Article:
Thursday, October 07, 2004
On this day:

Big-Boned Nicotine-Loving Teachers Beware

Health insurance costs in Alabama are skyrocketing, forcing employers, including the state, to make some tough decisions. The cost to state government of insuring its employees has risen 37% over the last 2 years. To address this problem, Governor Riley appointed a task force earlier in the year to consider ways to bring these expenses under control. That task force's recommendations have just been endorsed by the board overseeing teachers' health insurance, and boards for other state employees and retirees are also being asked for their endorsements. Among the measures the task force proposed are to allow premiums to be increased on obese people and smokers employed by the state. Other recommendations are to offer supplemental coverage to those who choose coverage under a spouse's insurance and to reduce coverage for those who retire after less than 25 years of state employment.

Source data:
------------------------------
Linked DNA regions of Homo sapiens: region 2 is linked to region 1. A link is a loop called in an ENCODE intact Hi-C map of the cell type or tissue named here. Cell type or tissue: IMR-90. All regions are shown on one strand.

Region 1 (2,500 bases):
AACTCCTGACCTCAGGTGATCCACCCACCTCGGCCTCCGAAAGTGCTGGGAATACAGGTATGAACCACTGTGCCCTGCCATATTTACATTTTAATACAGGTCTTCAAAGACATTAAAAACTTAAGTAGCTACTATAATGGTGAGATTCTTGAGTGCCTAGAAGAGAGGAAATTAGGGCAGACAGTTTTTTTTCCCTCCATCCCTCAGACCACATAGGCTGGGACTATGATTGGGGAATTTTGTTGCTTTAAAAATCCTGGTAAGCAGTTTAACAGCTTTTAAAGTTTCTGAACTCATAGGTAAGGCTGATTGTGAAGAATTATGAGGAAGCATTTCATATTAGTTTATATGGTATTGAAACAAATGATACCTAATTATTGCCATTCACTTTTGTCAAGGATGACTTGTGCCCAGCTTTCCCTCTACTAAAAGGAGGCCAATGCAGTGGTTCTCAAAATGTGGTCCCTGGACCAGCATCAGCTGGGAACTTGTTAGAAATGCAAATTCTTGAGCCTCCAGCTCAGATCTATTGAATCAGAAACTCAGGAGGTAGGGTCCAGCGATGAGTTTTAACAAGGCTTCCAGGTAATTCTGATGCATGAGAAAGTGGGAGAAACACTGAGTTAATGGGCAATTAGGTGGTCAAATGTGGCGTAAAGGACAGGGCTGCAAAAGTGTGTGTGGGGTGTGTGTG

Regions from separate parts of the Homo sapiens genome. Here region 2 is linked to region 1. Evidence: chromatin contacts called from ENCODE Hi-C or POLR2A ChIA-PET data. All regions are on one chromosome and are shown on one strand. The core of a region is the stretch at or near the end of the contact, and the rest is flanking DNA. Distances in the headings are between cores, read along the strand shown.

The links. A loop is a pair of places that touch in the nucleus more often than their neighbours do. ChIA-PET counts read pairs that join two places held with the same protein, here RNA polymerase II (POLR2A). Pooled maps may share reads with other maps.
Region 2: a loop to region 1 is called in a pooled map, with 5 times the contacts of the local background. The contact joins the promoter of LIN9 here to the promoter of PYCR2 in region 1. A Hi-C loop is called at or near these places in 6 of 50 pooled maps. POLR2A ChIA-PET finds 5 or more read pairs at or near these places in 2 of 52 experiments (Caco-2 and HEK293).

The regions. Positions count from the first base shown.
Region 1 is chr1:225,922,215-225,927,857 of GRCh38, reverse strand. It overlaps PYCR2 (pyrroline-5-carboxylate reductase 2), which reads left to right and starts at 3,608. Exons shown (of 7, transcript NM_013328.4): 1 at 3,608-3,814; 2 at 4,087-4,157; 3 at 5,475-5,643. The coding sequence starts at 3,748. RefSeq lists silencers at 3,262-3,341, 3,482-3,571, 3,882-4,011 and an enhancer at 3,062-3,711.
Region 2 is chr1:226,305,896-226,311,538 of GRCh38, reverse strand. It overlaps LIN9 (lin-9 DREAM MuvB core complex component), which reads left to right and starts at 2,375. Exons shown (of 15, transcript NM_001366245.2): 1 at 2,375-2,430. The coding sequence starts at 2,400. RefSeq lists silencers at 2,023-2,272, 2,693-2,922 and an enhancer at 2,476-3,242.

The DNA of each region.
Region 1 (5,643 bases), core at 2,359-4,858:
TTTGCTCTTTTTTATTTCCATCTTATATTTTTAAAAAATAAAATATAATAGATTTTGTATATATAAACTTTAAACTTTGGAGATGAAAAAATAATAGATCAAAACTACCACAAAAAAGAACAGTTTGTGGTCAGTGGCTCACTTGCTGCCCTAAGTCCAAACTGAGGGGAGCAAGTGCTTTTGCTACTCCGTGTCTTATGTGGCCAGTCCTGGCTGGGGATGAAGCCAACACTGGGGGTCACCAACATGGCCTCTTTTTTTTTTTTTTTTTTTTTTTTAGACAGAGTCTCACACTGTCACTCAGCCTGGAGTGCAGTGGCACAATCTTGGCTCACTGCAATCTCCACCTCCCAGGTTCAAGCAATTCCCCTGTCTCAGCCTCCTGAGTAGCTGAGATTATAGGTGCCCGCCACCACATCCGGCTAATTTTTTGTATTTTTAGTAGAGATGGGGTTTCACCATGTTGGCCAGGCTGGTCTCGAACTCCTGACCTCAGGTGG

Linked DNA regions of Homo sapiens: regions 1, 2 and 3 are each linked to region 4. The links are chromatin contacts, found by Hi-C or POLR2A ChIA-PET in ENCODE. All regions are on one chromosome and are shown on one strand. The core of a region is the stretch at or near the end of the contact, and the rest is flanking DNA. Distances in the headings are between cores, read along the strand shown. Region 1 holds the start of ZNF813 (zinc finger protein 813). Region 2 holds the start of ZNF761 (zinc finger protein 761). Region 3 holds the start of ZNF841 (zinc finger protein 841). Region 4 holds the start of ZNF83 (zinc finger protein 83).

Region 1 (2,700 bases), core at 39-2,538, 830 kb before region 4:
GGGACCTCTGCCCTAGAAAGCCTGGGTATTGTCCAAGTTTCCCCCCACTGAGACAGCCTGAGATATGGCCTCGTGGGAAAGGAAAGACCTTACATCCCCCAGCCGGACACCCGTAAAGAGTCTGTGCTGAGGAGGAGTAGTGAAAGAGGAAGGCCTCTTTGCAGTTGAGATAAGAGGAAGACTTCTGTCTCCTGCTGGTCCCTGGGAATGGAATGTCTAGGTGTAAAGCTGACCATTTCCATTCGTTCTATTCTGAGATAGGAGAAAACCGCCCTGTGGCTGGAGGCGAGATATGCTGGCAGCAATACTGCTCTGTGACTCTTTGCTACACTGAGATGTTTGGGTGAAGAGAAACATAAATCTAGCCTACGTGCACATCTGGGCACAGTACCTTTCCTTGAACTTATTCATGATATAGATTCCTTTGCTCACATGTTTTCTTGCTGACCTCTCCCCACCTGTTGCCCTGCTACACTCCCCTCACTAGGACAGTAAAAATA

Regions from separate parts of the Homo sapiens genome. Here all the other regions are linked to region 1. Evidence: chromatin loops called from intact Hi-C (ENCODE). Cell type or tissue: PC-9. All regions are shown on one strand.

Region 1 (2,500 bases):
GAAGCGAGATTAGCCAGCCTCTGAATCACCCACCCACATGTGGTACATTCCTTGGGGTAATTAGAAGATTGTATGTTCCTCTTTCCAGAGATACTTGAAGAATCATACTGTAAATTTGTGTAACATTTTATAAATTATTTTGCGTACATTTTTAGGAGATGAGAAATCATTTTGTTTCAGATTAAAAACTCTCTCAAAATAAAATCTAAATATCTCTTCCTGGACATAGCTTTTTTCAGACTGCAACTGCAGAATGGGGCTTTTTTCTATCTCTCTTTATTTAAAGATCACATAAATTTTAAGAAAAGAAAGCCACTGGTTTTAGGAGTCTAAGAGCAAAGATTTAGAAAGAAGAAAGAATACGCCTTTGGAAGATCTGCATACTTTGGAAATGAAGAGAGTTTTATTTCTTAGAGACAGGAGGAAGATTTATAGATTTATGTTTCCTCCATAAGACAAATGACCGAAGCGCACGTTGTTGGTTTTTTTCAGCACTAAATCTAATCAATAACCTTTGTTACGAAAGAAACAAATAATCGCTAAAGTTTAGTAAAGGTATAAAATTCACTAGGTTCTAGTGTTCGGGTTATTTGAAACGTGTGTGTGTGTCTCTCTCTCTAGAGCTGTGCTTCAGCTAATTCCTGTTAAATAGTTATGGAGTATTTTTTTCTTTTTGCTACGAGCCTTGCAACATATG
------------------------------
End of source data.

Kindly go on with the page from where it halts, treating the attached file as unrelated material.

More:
All of these measures seem like reasonable short-term solutions. However, they only begin to address the fundamental issues that have led to the explosion in health care costs in Alabama and nationwide. This article by economist Arnold Kling at TechCentralStation provides some insight into how we got into the current mess. He suggests some possible solutions here.